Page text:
North Side story
Traditional rivals actors and improvisers mix in Gravid Water
While enrolled in acting classes at the Atlantic Theater Company in New York, Stephen Ruddy came to what could have been a disheartening realization. Many of the lessons he was learning—don’t overthink scenes, listen closely and react honestly—were practically the same as what he’d been told during improv classes at the Upright Citizens Brigade Theatre.
Rather than be annoyed at ponying up to hear the same thing twice, though, the 34-year-old actor had a more generous thought: What if freewheeling improvisation and serious theatrical acting could be combined?
“If you put the two together onstage, it wouldn’t be as incongruous as you think,” he says. “They’re both trying to do the same thing.”
So Ruddy—whose show, Gravid Water, comes to the I.O. Del Close Theater for a six-week run beginning Monday 13—came up with the idea of using two-person scripted scenes as the basis for a performance, but allowing only one of the players to know the written lines. An actor would prepare his or her portion of the scene, committing the lines to memory and sticking to the script, while an improviser—with no prior knowledge of the piece—would fill in the blanks. The job of the actor, then, would be to change the tone and feel of the lines to fit what the improviser was saying, without modifying the actual words.
Ruddy pitched the concept to the producers at the Brooklyn experimental-arts space Galapagos in 2004. He was a little unprepared when they called back and said they were interested—and asked him for the show’s name. He had just finished reading Flann O’Brien’s The Hard Life, in which a con man sells a medicine for rheumatoid arthritis called gravid water. Ruddy liked the term (“It’s sort of catchy and mysterious,” he says), so despite the fact that it has absolutely nothing to do with the show, he snagged it for a title.
Gravid Water ran for about a year at Galapagos and the Upright Citizens Brigade Theatre, attracting distinguished Off-Broadway actors, and some of New York’s improv heavyweights, including members of renowned troupes Mother and The Swarm.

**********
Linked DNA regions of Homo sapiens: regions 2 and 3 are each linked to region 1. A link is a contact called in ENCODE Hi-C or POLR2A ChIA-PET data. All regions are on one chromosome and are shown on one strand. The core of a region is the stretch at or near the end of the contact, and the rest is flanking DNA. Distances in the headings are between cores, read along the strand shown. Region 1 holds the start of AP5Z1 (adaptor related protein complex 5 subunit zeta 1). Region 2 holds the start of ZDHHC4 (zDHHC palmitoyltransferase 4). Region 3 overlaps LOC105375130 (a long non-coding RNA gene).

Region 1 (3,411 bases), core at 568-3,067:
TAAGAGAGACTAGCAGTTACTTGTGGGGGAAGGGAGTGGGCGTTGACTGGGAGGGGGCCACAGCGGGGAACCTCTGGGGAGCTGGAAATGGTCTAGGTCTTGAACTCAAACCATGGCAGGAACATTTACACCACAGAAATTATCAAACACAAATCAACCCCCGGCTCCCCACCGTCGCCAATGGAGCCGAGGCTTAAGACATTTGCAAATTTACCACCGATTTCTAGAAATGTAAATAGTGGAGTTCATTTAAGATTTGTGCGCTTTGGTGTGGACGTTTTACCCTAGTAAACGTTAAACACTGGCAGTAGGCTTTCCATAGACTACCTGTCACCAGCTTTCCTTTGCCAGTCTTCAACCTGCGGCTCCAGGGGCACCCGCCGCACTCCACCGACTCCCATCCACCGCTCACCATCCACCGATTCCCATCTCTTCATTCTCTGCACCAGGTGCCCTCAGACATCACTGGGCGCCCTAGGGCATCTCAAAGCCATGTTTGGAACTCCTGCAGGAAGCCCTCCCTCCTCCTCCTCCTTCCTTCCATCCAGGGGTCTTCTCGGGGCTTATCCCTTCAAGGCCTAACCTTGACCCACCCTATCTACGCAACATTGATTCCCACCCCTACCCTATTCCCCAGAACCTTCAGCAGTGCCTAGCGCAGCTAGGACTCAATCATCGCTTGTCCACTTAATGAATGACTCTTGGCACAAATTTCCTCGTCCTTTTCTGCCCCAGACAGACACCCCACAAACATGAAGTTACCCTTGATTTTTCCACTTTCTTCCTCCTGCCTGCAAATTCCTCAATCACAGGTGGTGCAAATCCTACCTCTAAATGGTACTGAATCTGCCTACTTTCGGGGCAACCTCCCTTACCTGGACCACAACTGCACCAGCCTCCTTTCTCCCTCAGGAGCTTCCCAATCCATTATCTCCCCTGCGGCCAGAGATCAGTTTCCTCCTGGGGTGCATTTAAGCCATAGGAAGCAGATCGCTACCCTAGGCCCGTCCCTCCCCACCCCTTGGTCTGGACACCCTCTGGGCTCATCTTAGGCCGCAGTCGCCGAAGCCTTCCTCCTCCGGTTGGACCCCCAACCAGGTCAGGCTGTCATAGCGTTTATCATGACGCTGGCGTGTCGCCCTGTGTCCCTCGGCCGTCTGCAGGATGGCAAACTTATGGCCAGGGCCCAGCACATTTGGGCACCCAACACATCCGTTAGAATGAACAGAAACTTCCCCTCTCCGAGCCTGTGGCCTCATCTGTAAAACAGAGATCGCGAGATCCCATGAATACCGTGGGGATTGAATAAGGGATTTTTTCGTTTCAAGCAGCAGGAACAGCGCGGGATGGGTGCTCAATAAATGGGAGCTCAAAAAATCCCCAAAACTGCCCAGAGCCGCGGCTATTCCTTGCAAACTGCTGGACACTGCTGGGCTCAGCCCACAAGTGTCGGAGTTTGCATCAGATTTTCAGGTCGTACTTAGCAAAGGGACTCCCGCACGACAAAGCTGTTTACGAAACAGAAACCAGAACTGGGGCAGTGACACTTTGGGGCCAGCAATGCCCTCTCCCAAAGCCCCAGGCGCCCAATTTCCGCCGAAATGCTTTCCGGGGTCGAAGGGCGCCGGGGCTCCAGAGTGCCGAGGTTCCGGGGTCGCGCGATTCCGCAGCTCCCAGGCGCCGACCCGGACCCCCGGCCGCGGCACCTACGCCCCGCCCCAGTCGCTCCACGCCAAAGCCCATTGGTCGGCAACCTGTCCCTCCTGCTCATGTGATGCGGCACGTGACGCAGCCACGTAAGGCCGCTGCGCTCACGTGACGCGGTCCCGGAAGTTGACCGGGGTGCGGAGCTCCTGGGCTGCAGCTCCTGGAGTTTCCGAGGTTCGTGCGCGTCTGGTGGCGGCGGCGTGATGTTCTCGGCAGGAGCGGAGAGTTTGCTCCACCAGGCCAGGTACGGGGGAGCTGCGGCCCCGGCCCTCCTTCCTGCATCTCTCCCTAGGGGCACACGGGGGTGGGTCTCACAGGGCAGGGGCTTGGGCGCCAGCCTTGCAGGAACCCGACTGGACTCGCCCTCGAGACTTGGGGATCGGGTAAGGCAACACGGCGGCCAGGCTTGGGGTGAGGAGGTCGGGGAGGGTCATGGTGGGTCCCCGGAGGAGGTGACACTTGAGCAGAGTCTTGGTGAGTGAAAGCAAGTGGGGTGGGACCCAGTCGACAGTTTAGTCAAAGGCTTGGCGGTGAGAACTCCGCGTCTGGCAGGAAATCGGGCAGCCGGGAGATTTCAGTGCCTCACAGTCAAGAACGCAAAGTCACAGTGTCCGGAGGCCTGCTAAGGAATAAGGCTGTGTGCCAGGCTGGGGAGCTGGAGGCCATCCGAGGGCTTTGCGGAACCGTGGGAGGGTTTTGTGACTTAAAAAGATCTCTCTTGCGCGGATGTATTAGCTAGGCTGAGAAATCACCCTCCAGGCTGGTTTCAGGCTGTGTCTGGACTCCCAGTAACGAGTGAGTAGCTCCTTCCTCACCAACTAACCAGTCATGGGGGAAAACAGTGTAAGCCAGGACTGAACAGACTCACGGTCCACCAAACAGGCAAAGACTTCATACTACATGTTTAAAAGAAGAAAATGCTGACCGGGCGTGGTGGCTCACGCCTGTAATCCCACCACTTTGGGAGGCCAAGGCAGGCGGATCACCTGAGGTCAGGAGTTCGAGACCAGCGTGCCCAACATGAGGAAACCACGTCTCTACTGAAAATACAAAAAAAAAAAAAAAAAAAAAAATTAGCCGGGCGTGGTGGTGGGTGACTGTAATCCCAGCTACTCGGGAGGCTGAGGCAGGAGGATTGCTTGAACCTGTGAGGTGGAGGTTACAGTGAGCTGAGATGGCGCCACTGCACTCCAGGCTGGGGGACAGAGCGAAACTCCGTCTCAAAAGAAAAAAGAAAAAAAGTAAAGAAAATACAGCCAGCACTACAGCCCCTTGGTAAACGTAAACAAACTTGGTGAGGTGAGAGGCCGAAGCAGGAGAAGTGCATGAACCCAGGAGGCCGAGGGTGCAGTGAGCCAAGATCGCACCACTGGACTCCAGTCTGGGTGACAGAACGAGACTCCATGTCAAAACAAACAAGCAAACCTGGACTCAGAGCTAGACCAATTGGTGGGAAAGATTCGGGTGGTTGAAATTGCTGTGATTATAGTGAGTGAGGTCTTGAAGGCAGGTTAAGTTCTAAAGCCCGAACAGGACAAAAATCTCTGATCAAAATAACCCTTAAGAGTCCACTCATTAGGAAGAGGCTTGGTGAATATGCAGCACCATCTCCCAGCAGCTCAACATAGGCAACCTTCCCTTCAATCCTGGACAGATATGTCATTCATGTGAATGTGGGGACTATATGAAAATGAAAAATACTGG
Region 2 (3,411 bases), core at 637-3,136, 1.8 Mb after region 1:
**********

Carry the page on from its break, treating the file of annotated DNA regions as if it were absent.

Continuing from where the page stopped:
Many of the improvisers had originally trained in Chicago, and one, Christina Gausas, introduced Ruddy to Charna Halpern, the owner of I.O. in Wrigleyville. Ruddy had been considering bringing the show to Chicago, and Halpern had room on her schedule, so the timing was perfect.
The show has become popular with both improvisers and actors because it’s something new.
“For improvisers, it’s fun for them to work against these pros,” he says. “It gives them very meaty material. And every actor is trying to deliver an in-the-moment performance, trying to not plan out the scene and really walk on the edge.”
No wonder, then, that Halpern was able to get commitments from actors such as Natalie West, Amy Morton, David Pasquesi and Matt DeCaro, along with improvisers such as TJ Jagodowski, Peter Grosz and Joe Bill.
Pasquesi, a stage and film actor who’s also half of the much-admired improv duo TJ & Dave, will do double duty as both improviser and actor (“I’m not going to play against myself, though,” he says). He’s never seen the show, but he’s excited about the possibilities.
“We’ve got some good actors up there—I think that’s what’s going to make it interesting,” Pasquesi says. “Hopefully, there might be times you’re not sure who’s on book and who’s improvising.”
And if all goes well, the performances should achieve the lofty goal of all long-form improvisation: to uncover something beyond one-liners and sitcom-style jokes. Like during the New York run, when the performers reimagined a scene from The Children’s Hour, a play by Lillian Hellman. As written, the scene involved a woman expressing unrequited love for her fellow female schoolteacher.
“But in our take, the woman was receptive to her love. What was tragedy became a tender and playful love scene,” Ruddy says. “These scenes tend to be funny, because improvisers are funny, but there’s no pressure to make it funny.”
Gravid Water gets heavy every week at I.O.’s Del Close Theater, starting Monday 13.